Repsol will present its quarterly results this week and the figures will once again follow the line of the accounts prior to the pandemic.
The upward rally of oil in the accumulated of the year, which has accelerated in recent months, and the company’s renewable roadmap contribute to the recovery of the results, which already left signs of stabilization in the first half of the year.
A context that shareholders pay attention to, especially after Repsol paid a dividend of 0.3 euros in July. The company is even considering increasing remuneration thanks to the good moment of oil.
The consensus consulted by finanzas.com It estimates that revenues will skyrocket by about 4 billion compared to the second quarter figures to exceed 14.2 billion.
Repsol returned to profits in the first half of the year after the losses in 2020, in which the fall in crude oil due to the pandemic cost it a deterioration in its accounts of more than 3,000 million in the year.
The panel of analysts anticipates that the Repsol’s net profit will be 643 million euros this quarter, a figure that is at the levels of 2019: in the third tranche of that year, the company earned more than 520 million and more than 600 million in the previous two quarters.
“It will benefit from the improvement in the refining margin. These margins support the profitability prospects for the rest of this year ”, they explain in Bloomberg Intelligence to finanzas.com.
Bloomberg analysts also expect an increase in ebitda of 20 percent compared to the previous quarter thanks to “better macroeconomic conditions.”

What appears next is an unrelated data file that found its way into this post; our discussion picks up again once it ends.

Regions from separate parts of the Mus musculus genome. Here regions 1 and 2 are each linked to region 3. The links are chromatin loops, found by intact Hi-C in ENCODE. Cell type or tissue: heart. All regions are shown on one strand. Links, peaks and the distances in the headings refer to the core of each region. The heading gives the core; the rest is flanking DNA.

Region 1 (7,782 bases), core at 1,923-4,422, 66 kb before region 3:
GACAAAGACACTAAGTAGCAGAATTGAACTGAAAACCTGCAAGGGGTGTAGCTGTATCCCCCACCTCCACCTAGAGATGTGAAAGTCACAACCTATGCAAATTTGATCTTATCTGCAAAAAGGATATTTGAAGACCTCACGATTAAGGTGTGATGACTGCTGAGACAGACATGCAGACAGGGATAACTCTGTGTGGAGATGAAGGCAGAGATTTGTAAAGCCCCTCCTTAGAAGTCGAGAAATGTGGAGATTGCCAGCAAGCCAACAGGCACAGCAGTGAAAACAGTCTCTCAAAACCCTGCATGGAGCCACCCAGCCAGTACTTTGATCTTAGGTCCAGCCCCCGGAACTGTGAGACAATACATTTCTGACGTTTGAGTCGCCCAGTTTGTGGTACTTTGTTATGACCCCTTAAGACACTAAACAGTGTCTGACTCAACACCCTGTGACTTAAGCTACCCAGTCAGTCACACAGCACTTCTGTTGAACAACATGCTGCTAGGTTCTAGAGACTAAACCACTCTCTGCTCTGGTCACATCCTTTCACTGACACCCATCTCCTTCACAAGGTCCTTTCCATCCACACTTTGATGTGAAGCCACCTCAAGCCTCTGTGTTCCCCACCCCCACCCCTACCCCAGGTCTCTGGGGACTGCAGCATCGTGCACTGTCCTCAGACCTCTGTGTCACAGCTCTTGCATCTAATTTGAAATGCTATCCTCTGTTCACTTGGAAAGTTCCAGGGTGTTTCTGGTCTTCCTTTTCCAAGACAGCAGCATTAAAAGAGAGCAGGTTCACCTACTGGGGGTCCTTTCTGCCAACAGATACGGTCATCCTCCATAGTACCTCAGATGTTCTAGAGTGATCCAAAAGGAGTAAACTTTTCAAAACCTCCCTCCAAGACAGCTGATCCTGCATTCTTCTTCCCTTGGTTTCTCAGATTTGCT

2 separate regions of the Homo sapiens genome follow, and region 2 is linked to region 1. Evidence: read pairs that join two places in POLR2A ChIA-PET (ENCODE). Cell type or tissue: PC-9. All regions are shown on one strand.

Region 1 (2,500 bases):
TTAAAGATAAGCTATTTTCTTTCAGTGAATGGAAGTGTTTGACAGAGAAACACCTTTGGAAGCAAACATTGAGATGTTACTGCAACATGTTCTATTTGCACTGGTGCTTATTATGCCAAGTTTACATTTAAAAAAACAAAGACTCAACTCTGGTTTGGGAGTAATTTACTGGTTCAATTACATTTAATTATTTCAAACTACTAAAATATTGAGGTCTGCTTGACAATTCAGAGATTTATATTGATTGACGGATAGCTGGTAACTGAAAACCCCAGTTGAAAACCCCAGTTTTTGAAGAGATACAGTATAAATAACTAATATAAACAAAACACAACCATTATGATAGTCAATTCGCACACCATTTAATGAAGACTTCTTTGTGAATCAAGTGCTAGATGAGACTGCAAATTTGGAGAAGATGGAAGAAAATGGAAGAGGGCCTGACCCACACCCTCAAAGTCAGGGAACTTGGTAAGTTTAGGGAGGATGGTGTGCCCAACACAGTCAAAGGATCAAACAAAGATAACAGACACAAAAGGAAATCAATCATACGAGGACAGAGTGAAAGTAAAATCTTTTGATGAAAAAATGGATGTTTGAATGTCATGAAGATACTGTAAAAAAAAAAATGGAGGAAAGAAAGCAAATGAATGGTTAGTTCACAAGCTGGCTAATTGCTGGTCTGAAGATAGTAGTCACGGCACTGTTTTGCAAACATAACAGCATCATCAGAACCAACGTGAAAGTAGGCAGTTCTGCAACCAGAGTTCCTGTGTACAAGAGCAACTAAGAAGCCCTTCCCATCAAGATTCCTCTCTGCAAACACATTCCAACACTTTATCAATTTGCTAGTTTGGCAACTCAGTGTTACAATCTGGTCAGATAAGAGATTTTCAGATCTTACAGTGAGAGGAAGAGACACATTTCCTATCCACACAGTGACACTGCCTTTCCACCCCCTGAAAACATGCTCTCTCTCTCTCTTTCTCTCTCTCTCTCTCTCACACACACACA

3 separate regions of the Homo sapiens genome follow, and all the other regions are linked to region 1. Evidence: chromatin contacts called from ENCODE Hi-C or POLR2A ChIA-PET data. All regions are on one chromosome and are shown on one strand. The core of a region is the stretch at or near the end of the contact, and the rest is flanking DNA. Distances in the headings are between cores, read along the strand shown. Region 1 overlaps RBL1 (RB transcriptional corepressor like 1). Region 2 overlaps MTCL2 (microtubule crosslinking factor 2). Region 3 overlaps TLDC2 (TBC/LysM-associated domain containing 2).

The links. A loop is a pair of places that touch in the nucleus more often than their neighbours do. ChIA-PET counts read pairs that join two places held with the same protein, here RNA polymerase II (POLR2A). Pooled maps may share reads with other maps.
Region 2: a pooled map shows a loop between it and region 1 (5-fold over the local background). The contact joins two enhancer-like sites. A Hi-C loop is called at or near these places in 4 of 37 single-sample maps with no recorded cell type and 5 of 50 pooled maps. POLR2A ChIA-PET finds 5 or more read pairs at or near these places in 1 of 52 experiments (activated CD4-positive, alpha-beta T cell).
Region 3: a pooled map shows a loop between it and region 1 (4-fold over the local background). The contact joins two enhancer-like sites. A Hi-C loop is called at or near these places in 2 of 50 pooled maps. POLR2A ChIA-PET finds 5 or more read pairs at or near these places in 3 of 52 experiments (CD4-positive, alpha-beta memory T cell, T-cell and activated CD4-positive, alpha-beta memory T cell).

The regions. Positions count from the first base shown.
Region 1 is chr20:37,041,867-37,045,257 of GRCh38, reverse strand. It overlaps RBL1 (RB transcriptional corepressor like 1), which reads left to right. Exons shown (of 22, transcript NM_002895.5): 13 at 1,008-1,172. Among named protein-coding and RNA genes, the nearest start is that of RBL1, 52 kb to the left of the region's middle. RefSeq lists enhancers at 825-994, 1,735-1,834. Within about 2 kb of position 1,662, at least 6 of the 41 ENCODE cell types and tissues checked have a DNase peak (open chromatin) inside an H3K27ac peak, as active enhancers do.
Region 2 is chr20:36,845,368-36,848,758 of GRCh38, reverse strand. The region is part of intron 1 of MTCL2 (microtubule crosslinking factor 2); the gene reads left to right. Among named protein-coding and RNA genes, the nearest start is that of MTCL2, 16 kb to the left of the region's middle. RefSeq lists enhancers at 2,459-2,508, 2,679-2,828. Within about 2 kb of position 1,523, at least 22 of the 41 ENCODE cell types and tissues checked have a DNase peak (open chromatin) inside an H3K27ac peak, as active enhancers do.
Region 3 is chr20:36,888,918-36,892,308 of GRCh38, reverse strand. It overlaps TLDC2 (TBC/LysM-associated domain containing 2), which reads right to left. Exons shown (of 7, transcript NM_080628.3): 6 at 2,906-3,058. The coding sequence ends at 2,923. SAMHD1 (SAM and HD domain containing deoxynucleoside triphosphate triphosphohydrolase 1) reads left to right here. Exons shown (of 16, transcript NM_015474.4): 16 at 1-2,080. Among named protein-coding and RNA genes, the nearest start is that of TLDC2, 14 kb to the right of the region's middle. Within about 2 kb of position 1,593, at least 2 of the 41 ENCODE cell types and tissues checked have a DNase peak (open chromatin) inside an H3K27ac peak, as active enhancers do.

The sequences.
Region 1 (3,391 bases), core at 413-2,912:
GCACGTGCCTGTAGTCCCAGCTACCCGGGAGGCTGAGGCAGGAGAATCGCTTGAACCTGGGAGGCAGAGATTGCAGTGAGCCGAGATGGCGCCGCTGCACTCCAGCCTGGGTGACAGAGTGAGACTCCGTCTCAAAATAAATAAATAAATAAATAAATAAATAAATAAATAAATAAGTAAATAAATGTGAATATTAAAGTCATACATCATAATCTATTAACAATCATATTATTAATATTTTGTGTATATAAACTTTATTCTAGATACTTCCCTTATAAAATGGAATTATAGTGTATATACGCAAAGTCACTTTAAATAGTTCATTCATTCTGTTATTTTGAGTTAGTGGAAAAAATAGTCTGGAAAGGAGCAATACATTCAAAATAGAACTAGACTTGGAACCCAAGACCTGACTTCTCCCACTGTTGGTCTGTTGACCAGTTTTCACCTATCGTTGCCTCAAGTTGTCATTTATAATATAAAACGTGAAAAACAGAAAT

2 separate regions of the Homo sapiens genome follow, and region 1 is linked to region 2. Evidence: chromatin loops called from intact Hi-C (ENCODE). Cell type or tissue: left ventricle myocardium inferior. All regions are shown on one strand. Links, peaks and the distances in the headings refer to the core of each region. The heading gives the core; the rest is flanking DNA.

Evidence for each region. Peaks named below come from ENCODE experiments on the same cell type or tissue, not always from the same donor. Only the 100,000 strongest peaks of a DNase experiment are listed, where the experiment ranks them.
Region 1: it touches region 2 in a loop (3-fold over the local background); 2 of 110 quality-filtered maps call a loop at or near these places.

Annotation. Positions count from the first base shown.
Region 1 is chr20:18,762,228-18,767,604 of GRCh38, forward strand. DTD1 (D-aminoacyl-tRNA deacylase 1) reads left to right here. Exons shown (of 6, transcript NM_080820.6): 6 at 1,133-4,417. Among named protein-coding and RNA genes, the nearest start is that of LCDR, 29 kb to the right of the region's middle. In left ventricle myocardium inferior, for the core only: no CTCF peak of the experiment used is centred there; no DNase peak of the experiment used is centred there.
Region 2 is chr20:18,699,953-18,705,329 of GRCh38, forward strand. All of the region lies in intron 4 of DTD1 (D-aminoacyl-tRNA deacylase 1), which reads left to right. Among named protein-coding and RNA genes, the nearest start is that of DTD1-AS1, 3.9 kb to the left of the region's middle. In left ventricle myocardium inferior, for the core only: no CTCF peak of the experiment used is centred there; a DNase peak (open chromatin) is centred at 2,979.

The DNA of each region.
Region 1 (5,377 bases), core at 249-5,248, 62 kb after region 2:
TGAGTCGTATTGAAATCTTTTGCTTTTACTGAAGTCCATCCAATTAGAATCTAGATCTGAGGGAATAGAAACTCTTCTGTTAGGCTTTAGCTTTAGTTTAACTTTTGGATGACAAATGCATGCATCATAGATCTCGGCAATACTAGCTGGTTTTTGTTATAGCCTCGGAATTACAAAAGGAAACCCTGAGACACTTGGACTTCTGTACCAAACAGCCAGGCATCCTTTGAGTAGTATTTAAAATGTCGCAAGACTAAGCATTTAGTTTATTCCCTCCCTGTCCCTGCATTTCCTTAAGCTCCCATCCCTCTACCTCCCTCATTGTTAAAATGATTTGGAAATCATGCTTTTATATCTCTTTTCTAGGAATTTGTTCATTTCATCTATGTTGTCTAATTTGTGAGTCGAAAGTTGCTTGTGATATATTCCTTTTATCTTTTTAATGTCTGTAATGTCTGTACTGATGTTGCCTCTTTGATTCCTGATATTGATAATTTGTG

However, they warn of lower production.
“A surprisingly low level of 530,000 barrels per day in the third quarter suggests that the contribution to earnings may be limited. This indicates that the objective of producing 595,000 barrels in the rest of the year may be under pressure and the company may revise its guidance downward ”, they detail.
Renewable targets appeal to the market
At the beginning of October, Repsol celebrated its Low Carbon Day, a day in which he explained some of the modifications in his roadmap towards the renewable transition.
The company did not change its goals for 2025, which continues to reach a capacity of 6 gigawatts (GW), but did raise its goal for 2030 by about 8 GW to 20 GW by the end of the decade.
“It revealed an enhanced energy transition agenda. Higher ambition leads to higher capital spending, but an additional € 1 billion over five years puts the group’s spending in our forecast, ”JP Morgan analysts said in a report after Low Carbon Day.
“Importantly, this preserves the ability of the ‘premium’ decarbonization strategy and an increase in cash profitability,” they point out at JP Morgan.
Thus, analysts expect Repsol to increase its pipeline until 2025 until it reaches “2.5 times the capacity target, above the industry average.”
The bet on hydrogen
Finally, analysts value Repsol’s commitment to hydrogen, which the company sees as the fuel for the next decade.
At the beginning of the year, Repsol announced its plans, together with a consortium of multinationals, to build Europe’s largest renewable hydrogen electrolyzer, with a capacity of 100 MW. It is expected to be ready in three years.
The last episode was a couple of weeks ago, when Repsol and the Portuguese EDP announced an alliance to develop ‘green’ hydrogen projects in the Iberian Peninsula.
“Repsol sees itself with a series of advantages of being the ‘backbone’ of the renewable hydrogen roadmap in Europe”, they highlight at Barclays.
The “new financial objectives”, according to the British bank’s analysts, go through a capex -capital expenditure- of 2,550 million in the next decade, which would leave a cumulative EBITDA of 1,200 million between 2026 and 2030.
In this way, they anticipate that Repsol will soon benefit from the “green premium associated with European regulations”, which places the company as one of the future European references for hydrogen projects.